Friday, 05 February 2010 00:00
The year is 732 A.D., and Europe is under assault.
Outnumbered by perhaps as much as 2 to 1 on a battlefield between the cities of Tours and Poitier, Charles routs the Moorish forces, stopping the Muslim advance into Europe cold. It becomes known as the Battle of Tours (or Poitier), and many historians consider it one of the great turning points in world history. By their lights, Charles is a man who saved Western Civilization, a hero who well deserves the moniker the battle earned him: Martellus. We thus now know him as Charles Martel, which translates into Charles the Hammer.
Misconceptions about the Crusades are all too common.
Christians in the eleventh century were not paranoid fanatics. Muslims really were gunning for them. While Muslims can be peaceful, Islam was born in war and grew the same way. From the time of Mohammed, the means of Muslim expansion was always the sword.
Muslim thought divides the world into two spheres, the Abode of Islam and the Abode of War....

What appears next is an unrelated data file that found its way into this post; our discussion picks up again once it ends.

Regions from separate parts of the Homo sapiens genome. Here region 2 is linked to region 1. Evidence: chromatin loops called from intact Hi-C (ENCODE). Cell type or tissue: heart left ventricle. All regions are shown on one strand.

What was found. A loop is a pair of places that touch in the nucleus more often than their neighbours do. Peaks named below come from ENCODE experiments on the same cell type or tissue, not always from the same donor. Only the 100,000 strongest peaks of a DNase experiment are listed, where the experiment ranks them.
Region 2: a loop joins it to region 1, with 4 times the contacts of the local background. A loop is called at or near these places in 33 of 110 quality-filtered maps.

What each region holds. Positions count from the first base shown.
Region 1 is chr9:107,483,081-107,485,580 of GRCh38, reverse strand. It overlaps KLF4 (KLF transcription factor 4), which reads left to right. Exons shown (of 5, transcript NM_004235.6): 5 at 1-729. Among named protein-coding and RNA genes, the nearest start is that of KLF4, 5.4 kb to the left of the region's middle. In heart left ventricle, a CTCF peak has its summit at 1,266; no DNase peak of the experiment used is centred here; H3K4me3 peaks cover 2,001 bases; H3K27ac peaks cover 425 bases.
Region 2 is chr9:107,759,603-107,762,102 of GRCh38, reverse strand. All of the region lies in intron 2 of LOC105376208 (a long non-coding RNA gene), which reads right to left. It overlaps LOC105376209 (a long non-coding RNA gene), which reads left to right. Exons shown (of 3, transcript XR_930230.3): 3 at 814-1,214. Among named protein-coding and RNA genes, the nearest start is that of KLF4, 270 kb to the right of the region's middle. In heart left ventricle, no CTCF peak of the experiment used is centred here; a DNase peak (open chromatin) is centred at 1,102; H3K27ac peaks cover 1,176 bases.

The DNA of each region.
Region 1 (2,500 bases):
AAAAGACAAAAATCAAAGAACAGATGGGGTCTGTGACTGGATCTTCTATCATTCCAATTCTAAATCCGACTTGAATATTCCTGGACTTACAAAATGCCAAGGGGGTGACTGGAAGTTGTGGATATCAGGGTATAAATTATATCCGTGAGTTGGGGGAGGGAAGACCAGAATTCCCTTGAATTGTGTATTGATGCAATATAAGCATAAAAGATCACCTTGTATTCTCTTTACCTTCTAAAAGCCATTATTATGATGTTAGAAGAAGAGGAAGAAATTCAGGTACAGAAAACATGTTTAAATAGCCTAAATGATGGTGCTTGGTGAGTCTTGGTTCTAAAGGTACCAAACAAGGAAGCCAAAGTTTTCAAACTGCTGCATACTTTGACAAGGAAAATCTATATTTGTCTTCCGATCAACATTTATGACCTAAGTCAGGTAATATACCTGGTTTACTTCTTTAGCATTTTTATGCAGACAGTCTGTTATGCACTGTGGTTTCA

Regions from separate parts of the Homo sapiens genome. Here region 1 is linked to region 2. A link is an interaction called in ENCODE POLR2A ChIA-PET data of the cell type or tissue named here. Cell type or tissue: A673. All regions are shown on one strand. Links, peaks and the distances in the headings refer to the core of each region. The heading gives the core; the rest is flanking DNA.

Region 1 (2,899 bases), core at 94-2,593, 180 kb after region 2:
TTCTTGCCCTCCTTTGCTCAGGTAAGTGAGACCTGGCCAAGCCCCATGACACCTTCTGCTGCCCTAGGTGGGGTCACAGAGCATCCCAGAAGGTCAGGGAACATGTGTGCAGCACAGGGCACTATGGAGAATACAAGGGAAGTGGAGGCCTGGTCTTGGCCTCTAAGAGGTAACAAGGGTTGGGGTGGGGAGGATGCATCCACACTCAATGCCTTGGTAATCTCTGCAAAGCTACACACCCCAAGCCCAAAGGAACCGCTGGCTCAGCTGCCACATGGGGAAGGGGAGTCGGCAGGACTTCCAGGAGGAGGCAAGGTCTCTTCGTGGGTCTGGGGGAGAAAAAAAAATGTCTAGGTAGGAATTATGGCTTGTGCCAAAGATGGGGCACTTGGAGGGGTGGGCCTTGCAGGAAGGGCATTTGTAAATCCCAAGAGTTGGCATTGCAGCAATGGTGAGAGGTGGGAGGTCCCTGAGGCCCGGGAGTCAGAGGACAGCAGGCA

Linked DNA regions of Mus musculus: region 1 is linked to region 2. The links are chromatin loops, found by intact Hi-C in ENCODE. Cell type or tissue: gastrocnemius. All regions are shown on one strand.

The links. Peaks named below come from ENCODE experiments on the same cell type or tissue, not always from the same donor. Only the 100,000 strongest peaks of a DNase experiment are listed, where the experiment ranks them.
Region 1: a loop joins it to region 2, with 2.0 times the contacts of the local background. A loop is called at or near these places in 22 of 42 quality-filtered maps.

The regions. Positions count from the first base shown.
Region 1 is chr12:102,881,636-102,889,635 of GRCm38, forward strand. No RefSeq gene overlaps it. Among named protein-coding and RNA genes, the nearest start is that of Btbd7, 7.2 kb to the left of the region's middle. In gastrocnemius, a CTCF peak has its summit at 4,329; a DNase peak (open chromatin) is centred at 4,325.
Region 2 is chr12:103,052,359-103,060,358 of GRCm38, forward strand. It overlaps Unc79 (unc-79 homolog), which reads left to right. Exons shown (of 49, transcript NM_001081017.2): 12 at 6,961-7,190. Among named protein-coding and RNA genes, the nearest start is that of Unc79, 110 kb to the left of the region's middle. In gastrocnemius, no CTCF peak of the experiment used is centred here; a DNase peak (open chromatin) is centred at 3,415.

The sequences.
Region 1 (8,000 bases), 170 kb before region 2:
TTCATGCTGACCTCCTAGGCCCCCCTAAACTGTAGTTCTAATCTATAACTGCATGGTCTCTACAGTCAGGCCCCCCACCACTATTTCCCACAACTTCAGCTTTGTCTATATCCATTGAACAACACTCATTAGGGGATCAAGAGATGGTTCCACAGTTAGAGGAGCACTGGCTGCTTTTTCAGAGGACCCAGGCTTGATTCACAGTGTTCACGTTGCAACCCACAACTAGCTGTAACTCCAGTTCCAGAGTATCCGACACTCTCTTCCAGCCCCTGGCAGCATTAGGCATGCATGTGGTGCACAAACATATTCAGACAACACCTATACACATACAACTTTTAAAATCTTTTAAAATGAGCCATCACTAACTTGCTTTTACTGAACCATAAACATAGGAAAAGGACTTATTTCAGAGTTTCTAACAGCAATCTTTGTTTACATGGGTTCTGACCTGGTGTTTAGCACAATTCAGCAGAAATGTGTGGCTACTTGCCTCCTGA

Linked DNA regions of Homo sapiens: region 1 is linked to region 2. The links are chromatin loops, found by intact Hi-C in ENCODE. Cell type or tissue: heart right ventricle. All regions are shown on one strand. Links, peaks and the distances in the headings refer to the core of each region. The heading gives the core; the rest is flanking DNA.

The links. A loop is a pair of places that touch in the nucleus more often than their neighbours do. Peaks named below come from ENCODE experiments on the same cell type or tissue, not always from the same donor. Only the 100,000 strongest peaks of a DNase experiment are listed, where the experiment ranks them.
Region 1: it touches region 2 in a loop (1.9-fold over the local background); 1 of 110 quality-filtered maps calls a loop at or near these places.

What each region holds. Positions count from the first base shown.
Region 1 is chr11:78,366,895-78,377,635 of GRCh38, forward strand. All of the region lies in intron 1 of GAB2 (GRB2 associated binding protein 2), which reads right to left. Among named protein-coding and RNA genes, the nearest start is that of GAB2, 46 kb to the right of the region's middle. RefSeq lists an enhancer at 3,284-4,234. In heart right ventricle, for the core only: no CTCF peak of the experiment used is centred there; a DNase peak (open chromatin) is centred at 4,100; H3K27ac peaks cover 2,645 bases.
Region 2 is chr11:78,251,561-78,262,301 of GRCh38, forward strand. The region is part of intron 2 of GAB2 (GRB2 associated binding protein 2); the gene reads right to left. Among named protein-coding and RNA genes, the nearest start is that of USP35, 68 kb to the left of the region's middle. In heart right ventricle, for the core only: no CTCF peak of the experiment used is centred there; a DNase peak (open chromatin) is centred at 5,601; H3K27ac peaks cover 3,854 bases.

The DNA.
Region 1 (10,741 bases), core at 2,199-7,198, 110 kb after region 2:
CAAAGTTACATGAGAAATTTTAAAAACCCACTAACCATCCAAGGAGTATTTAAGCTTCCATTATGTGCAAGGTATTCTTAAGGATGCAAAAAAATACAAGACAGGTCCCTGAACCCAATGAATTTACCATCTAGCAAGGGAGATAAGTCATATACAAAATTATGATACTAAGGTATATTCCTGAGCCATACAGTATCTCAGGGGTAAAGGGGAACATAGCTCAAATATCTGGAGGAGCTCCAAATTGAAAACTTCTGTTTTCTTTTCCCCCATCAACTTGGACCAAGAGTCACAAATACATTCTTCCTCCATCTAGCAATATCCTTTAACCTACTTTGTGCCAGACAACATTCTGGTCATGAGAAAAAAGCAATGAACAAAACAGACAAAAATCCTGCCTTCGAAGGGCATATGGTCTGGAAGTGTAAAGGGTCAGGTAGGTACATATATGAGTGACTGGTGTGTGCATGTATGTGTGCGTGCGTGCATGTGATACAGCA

[The Crusades] were not the brainchild of an ambitious pope or rapacious knights but a response to more than four centuries of conquests in which Muslims had already captured two-thirds of the old Christian world. At some point, Christianity as a faith and a culture had to defend itself or be subsumed by Islam. The Crusades were that defense.
(To take the current view of the Crusades as it is taught. . . . ) It is the Jihadist view. It is Osama bin Laden’s view. It is a bit like ignoring all history of WWII until December 8, 1941 — and then damning the United States for launching unprovoked attacks on Japan.
The Crusades were an attempt to retake conquered Christian lands.
Muslims would start using the false history against the West.
a time when Christendom was pushed toward the abyss and, outweighed and wobbling, pushed back.
But had they not defended the West, we might not be troubling over the past at all — because we might not have a present.
Read the full story here on The New American.